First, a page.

Democrats scramble for a unique message that appeals to Jewish millennials

Amanda Renteria, the national political director for Hillary Clinton’s presidential campaign, was running through the campaign’s messages for minorities and women: immigration for Hispanics, land use for Native Americans, various policies for defending children and women.

She didn’t mention Jews in her briefing Tuesday morning for specialty media, and there’s a reason for that: There wasn’t a Clinton issue that was unique to the Jews.

When I asked her to mention some, Renteria looked to Sarah Bard, who directs Jewish outreach for the campaign. Bard acknowledged that targeted messaging was a challenge for Jewish voters, particularly young Jewish voters.

“The Jewish millennial community is tremendously diverse,” Bard said.

Whereas older Jewish Democrats once coalesced around Israel as an issue, that’s a harder sell for younger Jewish Democrats, who increasingly question the actions of its hawkish government.

Hence the Democratic Jewish message relies on Jewish terms for familiar vague themes – Bard cited “kehilla,” or the Hebrew word for community.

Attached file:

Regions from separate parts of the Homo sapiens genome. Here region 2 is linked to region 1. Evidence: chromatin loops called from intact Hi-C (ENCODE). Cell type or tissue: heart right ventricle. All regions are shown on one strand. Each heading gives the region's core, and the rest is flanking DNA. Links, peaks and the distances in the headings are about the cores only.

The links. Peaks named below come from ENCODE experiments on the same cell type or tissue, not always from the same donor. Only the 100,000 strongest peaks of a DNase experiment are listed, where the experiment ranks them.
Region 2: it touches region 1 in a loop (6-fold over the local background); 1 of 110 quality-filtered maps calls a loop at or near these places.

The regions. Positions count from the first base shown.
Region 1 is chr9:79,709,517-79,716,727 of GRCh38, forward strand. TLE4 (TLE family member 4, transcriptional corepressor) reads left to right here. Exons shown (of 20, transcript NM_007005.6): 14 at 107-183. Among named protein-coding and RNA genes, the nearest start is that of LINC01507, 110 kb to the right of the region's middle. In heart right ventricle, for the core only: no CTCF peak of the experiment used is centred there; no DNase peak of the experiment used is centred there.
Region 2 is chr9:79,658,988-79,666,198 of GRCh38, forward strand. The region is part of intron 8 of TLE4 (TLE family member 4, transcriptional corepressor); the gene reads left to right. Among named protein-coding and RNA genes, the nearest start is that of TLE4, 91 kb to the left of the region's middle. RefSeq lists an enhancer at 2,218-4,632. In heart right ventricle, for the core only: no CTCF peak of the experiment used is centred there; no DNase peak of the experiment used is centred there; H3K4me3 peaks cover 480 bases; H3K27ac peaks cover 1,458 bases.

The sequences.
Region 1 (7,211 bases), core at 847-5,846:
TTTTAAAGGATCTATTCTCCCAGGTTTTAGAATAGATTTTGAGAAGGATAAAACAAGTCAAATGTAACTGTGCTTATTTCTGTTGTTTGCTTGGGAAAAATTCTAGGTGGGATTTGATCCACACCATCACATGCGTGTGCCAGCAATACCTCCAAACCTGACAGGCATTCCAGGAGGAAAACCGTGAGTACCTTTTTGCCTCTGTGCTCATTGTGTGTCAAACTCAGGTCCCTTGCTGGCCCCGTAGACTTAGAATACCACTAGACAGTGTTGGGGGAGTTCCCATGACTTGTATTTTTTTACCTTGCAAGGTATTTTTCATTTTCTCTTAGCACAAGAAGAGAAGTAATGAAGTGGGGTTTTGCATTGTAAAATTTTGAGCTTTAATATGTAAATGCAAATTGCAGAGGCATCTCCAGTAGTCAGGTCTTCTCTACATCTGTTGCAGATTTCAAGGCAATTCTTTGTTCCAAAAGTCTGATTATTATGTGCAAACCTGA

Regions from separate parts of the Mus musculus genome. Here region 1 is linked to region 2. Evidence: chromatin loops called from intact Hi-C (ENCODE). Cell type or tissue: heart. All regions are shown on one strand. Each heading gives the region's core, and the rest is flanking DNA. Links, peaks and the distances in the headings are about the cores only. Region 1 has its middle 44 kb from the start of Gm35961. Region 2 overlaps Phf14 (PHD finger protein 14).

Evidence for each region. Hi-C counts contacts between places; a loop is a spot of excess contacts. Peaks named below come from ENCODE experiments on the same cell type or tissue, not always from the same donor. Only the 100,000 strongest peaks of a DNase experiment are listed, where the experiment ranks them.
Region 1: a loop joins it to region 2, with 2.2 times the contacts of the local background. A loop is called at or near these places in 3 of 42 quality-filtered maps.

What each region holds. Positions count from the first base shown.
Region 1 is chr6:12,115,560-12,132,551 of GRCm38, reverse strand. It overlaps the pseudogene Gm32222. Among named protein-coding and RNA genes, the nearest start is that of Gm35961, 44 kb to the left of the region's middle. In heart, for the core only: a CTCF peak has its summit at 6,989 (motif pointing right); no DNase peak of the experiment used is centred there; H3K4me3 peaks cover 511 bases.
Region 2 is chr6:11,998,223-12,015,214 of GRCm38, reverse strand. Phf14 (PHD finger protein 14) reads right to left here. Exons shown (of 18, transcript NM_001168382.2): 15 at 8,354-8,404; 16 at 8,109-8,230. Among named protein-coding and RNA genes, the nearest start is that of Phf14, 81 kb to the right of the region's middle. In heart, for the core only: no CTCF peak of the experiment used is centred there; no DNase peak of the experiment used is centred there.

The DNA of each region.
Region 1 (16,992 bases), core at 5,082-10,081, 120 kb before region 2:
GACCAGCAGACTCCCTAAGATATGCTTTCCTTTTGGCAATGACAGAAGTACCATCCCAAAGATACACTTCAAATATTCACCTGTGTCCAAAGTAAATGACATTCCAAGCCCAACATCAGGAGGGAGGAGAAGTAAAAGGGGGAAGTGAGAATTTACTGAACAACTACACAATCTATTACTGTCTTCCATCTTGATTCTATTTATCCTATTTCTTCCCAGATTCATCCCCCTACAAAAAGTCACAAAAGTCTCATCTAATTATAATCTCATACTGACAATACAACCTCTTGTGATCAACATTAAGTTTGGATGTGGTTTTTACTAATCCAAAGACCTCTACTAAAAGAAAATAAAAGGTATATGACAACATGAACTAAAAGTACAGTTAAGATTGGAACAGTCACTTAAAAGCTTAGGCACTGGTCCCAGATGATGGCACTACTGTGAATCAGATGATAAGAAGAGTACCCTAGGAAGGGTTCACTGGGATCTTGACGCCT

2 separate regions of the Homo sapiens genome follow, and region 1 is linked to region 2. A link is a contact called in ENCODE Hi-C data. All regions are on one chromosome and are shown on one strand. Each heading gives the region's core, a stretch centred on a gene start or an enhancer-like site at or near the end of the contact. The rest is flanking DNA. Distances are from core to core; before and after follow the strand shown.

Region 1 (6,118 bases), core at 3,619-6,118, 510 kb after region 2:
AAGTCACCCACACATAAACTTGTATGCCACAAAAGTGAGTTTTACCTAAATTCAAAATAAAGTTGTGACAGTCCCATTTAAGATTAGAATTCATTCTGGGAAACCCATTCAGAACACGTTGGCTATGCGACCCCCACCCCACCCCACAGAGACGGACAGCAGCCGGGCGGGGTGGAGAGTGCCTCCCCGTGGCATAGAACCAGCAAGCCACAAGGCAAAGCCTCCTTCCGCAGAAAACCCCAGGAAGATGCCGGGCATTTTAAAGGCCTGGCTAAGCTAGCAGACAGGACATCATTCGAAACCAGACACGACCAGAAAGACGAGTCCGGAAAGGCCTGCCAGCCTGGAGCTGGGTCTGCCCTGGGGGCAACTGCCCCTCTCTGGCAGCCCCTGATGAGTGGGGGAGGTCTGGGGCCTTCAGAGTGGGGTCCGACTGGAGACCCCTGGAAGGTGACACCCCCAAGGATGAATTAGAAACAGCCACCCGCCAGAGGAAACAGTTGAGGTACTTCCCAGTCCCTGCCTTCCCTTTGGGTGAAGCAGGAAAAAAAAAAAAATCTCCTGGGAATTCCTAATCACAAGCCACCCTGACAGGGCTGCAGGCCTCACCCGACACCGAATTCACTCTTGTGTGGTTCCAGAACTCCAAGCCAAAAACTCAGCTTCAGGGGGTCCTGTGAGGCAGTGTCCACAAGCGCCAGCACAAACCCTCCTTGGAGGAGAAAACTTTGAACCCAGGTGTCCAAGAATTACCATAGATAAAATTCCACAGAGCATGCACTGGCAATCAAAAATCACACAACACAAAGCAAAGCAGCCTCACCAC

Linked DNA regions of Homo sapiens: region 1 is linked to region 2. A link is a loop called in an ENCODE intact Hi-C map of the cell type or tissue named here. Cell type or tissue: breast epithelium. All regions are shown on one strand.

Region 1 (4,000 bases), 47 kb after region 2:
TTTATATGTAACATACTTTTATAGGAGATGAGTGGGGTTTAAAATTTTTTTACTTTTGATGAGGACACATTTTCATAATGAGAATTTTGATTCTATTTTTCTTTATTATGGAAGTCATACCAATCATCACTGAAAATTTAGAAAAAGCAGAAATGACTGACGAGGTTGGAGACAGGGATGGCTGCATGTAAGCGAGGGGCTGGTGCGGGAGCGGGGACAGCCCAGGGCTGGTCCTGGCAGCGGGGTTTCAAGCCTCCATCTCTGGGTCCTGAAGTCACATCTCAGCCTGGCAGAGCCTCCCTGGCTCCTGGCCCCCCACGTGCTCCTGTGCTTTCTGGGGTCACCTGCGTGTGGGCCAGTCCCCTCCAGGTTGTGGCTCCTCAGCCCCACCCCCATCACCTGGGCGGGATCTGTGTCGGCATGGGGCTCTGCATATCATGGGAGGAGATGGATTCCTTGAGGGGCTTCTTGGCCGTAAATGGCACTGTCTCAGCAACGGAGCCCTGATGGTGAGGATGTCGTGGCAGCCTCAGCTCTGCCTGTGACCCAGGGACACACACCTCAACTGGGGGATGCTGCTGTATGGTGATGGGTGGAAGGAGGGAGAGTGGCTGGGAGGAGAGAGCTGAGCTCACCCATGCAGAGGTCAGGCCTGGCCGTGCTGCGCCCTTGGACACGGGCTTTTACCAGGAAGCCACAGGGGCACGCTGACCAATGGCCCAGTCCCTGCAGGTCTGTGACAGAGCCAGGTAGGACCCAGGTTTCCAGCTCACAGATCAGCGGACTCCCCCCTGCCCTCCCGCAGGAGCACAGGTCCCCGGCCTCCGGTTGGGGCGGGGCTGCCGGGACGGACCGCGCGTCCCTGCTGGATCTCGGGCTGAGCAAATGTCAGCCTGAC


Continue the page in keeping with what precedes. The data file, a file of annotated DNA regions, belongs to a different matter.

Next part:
“One of the strongest Jewish values is the value of kehilla,” she said before acknowledging “We do have work to do with millennials.”

Bard also spoke to the power of personalities.

“We had Sarah Silverman on the stage last night,” she said, referring to the headline-making moment when the Jewish comedian told staunch Bernie Sanders backers who were disrupting the Democratic National Convention, “You’re being ridiculous.”

Sanders and the following he has acquired among younger Democrats is emblematic of the challenge facing Bard and the Democrats among younger Jews.

Shabbos Kestenbaum, a 17-year-old student at the liberal Orthodox SAR Academy in Riverdale, New York, sported a “Jewish Americans for Bernie” button on Tuesday.

“In light of the recent Debbie Wasserman Schultz scandal, the model for Jewish Democrats should be Bernie Sanders, for transparency and integrity,” he said.